We all know that recycling paper is one way of reducing our ecological footprint by lowering the total amount of waste we produce. However, many people don’t know how paper is actually recycled, or even how much of the items they put out in recycling bins actually gets recycled. In this article I will explain how effortless it is to make paper using a very plain process that utilizes contraptions readily available in the market or even at home. It’s joy, straight-forward and you help protect the environment by recycling your own paper!

Items needed:
– Two *identical* picture frames. Get rid of the glass/acrylic sheet and only use the framework itself
– some sort of mesh, something like what is used on windows to keep the bugs out. You can get a fiberglass roll of this stuff for $7 at any hardware store (e.g. the Home Depot) and it works good
– duct gauze
– screws and/or stapler
– hammer
– large bath that can fit both frames (one on top of the other) horizontally
– pestle and mortar or blender to mash up the paper to form a pulp
– old wool/acrylic/polyester blanket that can be cut up
– bust bottle
– sponge
– manual press or lots of books to press the paper down and squeeze water from the paper pulp
– paper (preferably used computer paper, as newspaper will give you bad quality recycled paper)
– something to cover your work space because this can get messy 😉

The picture below is just for the icon for this step. This picture is in context on step Five.

Step 1: Making the Framework!

Alright, so the very first thing we need to make is the framework with the mesh. This will be used to scoop up the pulp in the bath, ultimately forming the paper. This meshed framework is called “mold”.

To do this, get one of the frames and put it on a table, with the slick side facing up (the side without the grooves where you fasten the back of the picture framework). Get your mesh/netting and put it on top of the picture framework. Cut up a chunk that harshly matches the size of the picture framework.

Align the mesh so that it covers the entire picture framework, then drill it down. Make sure the net is *straight*, if it’s wrinkly it won’t work decently. I used a stapler because it’s lighter. If you use a normal stapler, leisurely staple the mesh down to avoid leaning the staples.

After the net is in place, hammer down the bangs/staples to make sure they are “in” the wood, you don’t want any spiky pounds or staples sticking out.

Cut out any extra mesh you have (whatever is not on top of the framework) and duct gauze the sides of the frames. Do not go over the “middle” of the framework, only gauze the sides.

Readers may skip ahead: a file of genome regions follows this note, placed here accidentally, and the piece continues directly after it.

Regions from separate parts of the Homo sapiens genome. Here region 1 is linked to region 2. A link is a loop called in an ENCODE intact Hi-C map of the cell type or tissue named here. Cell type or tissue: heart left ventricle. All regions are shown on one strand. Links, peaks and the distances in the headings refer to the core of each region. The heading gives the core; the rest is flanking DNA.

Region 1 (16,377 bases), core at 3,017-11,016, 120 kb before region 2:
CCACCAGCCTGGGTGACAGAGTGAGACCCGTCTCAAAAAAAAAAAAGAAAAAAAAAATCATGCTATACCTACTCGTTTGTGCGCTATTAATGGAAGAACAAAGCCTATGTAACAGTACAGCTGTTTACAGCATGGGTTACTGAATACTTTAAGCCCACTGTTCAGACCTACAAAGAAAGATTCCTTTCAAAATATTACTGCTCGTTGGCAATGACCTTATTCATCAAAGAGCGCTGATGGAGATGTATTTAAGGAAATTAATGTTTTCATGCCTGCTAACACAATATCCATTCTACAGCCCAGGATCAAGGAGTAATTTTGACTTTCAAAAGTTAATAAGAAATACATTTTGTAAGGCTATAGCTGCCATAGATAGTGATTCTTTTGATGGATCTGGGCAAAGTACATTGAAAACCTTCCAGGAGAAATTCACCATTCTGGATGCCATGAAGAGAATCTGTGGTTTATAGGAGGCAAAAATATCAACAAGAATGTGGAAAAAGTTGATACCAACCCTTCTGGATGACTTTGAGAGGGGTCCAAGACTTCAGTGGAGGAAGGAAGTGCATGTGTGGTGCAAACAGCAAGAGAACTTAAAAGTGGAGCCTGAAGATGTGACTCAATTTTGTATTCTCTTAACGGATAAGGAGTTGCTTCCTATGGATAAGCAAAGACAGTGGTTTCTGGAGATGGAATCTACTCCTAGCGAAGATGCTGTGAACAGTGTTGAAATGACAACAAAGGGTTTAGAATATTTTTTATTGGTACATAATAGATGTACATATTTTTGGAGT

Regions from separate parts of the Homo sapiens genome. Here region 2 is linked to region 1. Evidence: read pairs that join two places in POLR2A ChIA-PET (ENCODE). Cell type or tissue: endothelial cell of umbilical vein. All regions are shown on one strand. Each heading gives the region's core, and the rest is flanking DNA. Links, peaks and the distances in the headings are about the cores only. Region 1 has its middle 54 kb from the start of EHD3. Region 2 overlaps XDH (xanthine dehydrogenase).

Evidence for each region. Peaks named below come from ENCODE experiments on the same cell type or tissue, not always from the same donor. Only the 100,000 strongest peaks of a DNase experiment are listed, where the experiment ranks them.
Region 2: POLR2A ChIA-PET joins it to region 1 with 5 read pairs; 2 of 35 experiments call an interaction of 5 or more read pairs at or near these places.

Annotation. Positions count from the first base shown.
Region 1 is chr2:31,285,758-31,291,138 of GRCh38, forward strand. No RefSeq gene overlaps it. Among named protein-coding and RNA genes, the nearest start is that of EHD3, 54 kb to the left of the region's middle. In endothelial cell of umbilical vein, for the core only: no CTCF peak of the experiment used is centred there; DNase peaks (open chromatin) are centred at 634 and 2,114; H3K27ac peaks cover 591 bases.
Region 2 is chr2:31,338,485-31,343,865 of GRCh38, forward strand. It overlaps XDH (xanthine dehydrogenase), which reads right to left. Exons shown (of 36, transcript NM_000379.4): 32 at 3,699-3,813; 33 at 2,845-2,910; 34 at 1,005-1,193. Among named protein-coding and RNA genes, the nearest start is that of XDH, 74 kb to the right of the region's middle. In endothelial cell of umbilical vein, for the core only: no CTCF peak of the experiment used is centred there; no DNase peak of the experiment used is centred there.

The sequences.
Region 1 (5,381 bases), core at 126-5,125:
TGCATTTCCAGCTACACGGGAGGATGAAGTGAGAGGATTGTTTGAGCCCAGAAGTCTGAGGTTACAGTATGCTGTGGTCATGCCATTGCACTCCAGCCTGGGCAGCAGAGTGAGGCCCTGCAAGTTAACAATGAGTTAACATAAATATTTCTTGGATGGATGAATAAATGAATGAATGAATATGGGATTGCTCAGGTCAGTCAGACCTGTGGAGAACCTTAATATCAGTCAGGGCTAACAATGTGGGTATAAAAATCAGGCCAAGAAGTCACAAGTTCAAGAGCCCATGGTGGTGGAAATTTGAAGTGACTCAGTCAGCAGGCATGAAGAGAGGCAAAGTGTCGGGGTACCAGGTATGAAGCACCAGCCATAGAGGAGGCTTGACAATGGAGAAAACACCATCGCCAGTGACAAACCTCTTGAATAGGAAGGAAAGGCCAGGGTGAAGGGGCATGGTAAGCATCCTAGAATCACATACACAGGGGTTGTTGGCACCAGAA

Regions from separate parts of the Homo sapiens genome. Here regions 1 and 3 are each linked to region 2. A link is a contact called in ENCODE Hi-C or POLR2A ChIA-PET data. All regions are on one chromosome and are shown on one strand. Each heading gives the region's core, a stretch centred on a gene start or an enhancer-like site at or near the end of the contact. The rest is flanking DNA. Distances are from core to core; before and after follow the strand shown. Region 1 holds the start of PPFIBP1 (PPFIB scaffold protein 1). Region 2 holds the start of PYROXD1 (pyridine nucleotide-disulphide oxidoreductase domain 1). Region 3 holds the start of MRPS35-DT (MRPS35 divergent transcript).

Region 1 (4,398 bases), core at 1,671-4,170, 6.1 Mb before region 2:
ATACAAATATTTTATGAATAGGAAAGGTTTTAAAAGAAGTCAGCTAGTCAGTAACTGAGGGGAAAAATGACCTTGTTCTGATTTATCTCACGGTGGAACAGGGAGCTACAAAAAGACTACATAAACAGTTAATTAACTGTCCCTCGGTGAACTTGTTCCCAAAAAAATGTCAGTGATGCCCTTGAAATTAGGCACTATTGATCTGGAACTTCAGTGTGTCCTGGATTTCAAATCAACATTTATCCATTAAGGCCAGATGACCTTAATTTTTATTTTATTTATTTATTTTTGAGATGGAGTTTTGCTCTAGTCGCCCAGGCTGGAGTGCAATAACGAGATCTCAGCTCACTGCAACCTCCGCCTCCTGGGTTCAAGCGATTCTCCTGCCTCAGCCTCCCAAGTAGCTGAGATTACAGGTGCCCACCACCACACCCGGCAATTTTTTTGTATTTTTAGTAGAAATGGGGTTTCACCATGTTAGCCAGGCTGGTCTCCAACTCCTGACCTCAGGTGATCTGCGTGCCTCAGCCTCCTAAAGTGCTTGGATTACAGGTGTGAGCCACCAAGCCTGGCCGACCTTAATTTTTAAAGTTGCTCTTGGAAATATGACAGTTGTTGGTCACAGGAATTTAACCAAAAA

Your mold is now ready. The other framework remains unnetted, and is called the “deckle”.

Now cut out the blanket in lumps that cover one of the frames entirely. After you’ve done that, it’s time to shred paper.

Step Two: Making Paper Pulp!

It’s better to leave the shredded paper in water overnight so that it violates down more lightly, but you can do it without that. Put some shredded paper in a blender, add water (more water than paper) and blend it all together. You can do this by hand using a pestle and mortar.

When you don’t see any clumps of paper or unshredded paper, you can stop blending it. You now have paper pulp.

Dump this paper pulp into the large bath and add water so that it covers the mold and deckle (one on top of the other) horizontally.

Step Trio: Pulp to Paper

Before you dip the mold and deckle in the bathtub, burst one of the blanket lumps with water, this will make transferring the paper pulp to the blanket lighter.

After that, dip the frames in the bath. Note that the mold goes at the bottom, with the netted side facing up, and the deckle goes on top of it, slick side facing down. If you don’t use the two frames like this, you will very likely not be able to eliminate the paper from the picture framework. It all makes sense when you do it yourself.

Rock the frames in the bathtub and make sure that the pulp is evenly distributed. When the combination in the water is homogeneous, quickly lift up both frames. The pulp will get stuck to the mold. Let it dribble for about Ten seconds and liquidate the deckle. You will notice that there is no pulp where the deckle was.

Step Four: Framework to Blanket

Align one side of the mold (pulp facing the blanket) with the blanket and leisurely lower the picture framework until it lays plane.

Once the mold is vapid on the blanket (pulp facing down), get a sponge and press it down on the net to suck up as much water as you can from the pulp.

After that, leisurely lift up the mold. The paper pulp will remain linked to the blanket, and you can now reuse your framework.

Step Five: Making More Paper!

Lay another blanket on top of the one you were just working on and press it down to squeeze as much water out of it as you can. I don’t have a press, so I use a bunch of mighty books (that’s where a lot of my university investments went to, to use books to press paper 🙁 )